The Call of the Aliyah
Disclaimer: I am not a Jew. I put this out there because some people will be offended that I, from my admittedly restricted point of view — dare to comment on this topic, something deeply personal and private to Jewish families the world over.
Other than the Bible, not a lot about this is in print outside the Jewish press. But I have a lot of Jewish friends — and a few of them anyway — are interested in my opinion.
Being Jewish is more than a religion; it’s a cultural, genetic, and spiritual experience that contains within it — buried like a seed that can grow even after generations have passed — “The call of the Aliyah”.
Jews from around the world, in ever-increasing numbers, are returning to Israel; and this migratory trend of the “tribes” back home, has been constantly increasing since 1948.
This situation has created an interesting bifurcation inside the complex world of Jewish family hierarchy, and eventually — family destiny.
You see, the Greater Jewish Family, centered in Paris, (and cities elsewhere) with it’s own support network there, homes there, businesses there, schools and synagogues there — undergoes a CRISIS when thousands of their close knit family members, school mates, customers and worshippers — decide to leave.
This AFP piece is what I’m talking about: PARIS (AFP) – Another 5,000 French Jews emigrated to Israel last year, figures showed Monday, continuing a trend that has seen tens of thousands quit the country after a series of attacks targeting the community.The Jewish Agency of Israel issued the update as France marked two years since attacks on the Charlie Hebdo magazine offices and on a Jewish supermarket in Paris, where four shoppers were shot dead.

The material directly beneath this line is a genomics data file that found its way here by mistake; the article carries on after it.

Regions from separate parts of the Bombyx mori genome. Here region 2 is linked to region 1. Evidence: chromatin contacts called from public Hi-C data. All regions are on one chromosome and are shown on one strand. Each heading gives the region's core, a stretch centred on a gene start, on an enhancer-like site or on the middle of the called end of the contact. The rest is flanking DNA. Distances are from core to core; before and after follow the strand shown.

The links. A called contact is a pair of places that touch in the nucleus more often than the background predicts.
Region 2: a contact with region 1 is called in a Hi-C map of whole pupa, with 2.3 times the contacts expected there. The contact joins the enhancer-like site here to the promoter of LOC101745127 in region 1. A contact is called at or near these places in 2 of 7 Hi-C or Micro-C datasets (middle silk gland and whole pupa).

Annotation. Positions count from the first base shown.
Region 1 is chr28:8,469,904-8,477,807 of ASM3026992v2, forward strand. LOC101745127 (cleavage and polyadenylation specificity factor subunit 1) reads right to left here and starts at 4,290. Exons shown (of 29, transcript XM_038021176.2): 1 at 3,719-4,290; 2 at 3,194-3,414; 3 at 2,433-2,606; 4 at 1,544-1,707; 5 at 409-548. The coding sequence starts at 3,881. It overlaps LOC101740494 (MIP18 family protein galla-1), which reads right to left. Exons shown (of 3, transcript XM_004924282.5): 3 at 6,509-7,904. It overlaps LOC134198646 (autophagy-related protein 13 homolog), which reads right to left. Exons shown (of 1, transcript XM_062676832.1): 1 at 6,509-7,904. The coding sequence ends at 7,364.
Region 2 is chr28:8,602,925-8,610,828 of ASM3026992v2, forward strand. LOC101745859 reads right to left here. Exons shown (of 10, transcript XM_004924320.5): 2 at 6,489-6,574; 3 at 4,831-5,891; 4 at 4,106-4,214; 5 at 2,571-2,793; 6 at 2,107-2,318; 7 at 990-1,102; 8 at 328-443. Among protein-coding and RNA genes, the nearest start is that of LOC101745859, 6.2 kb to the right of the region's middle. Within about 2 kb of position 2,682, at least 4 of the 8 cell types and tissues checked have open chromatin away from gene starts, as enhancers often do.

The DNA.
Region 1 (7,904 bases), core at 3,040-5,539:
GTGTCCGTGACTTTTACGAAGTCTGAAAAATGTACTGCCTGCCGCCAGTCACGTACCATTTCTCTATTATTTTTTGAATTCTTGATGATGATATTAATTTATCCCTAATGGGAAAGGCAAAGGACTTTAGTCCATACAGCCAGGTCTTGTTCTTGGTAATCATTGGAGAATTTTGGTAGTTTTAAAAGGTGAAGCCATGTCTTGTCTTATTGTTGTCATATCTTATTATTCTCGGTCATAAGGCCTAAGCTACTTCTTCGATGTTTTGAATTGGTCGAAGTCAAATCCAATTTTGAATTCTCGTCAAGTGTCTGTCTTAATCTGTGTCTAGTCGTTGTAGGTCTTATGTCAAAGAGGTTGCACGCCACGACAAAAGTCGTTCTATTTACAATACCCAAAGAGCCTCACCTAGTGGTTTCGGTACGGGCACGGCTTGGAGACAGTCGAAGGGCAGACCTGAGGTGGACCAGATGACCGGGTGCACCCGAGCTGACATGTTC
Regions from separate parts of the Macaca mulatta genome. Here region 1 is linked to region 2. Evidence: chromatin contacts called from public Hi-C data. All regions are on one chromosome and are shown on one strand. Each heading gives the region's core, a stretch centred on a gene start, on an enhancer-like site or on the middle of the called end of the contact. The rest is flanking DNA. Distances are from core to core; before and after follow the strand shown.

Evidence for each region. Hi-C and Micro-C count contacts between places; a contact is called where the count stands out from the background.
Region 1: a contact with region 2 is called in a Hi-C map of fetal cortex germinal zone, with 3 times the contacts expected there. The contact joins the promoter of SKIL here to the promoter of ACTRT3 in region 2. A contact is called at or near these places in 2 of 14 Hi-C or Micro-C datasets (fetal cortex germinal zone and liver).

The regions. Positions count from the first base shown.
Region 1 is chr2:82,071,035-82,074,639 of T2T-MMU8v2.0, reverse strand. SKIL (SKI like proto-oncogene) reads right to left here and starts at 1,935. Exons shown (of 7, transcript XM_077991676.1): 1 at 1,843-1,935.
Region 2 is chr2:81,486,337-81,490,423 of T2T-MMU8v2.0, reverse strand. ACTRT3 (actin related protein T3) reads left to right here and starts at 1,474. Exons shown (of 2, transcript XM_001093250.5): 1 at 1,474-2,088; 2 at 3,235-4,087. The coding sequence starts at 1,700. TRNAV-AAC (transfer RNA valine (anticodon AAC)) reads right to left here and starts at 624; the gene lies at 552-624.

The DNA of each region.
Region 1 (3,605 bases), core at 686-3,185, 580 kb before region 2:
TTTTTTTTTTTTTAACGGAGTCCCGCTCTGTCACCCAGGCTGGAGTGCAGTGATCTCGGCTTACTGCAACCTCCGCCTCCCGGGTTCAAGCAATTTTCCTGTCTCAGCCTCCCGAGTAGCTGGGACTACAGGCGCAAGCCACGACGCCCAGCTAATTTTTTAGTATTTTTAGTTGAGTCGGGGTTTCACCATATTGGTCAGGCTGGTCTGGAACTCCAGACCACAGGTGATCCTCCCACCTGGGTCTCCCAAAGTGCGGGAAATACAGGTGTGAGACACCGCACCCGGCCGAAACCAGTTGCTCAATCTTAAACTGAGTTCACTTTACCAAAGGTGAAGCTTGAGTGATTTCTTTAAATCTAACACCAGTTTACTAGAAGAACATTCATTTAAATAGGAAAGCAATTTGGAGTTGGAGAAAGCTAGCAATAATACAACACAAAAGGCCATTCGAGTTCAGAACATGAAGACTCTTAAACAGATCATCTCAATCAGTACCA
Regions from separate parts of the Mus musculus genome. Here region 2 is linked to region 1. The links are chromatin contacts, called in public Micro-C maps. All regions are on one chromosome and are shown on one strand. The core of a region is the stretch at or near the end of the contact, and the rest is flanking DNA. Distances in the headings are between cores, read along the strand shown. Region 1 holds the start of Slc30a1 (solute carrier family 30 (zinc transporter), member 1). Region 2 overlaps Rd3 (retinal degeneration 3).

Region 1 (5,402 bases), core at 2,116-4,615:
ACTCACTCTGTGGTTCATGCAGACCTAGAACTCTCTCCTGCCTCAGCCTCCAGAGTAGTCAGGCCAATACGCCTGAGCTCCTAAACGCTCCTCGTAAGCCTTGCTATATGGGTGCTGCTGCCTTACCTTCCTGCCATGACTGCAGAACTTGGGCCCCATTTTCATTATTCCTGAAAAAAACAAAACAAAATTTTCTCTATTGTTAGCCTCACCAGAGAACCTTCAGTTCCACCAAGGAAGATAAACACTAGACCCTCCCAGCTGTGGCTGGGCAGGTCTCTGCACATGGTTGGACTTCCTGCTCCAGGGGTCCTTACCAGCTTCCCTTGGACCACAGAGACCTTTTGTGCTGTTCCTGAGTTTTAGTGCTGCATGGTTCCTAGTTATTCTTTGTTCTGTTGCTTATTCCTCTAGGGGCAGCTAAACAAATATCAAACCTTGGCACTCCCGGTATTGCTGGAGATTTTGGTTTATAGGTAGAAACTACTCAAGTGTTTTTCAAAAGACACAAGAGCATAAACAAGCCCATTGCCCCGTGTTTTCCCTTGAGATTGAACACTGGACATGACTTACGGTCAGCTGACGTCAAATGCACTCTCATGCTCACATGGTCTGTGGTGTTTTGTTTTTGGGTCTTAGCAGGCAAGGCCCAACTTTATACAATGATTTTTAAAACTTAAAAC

Daniel Benhaim, who heads the Israeli-backed group in France, said that insecurity had been a “catalyst” for many Jews who were already thinking of leaving.
The 5,000 departures in 2016 add to the record 7,900 who left in 2015 and 7,231 in 2014. In total, 40,000 French Jews have emigrated since 2006, according to figures seen by AFP.
“The aliyah (the act of moving to Israel) of French Jews has been significant over the last decade,” Benhaim told AFP.
The priorities of a family located in a certain city, are naturally different, particularly over time, then the priorities of a different family in a different city or country — even if they share a religion and cultural roots.
Macro events and/or the fulfillment of Biblical prophecy are driving these migration events, in other words, as ISIL has spread, the values AND safety of Israel, even under missile attack, must look better and better to the Jewish diaspora worldwide. In the end, people vote with their feet — when all else fails.
But practically and spiritually it’s VERY tough for the Jewish families left behind as well as the ones fleeing their adopted homelands.
It used to be that Giving-it-a-go-in-Israel was an adventure, a rite of passage, for many young Jewish patriots.
Now, its staying behind — that is the adventure. These dwindling communities feel increasingly isolated and conspicuous — in their own cities, where they used to be comfortable, but which have become hostile macro environments.
This creates human anguish, even in America, where the decision to leave is generally not made by people running in fear of their lives, but is a more thought out – life-destiny kind of thing.
Either way, any event which splits families is a tragedy. As always, my heart and prayers go out to the French Jewish community, those that are staying, and those that are leaving.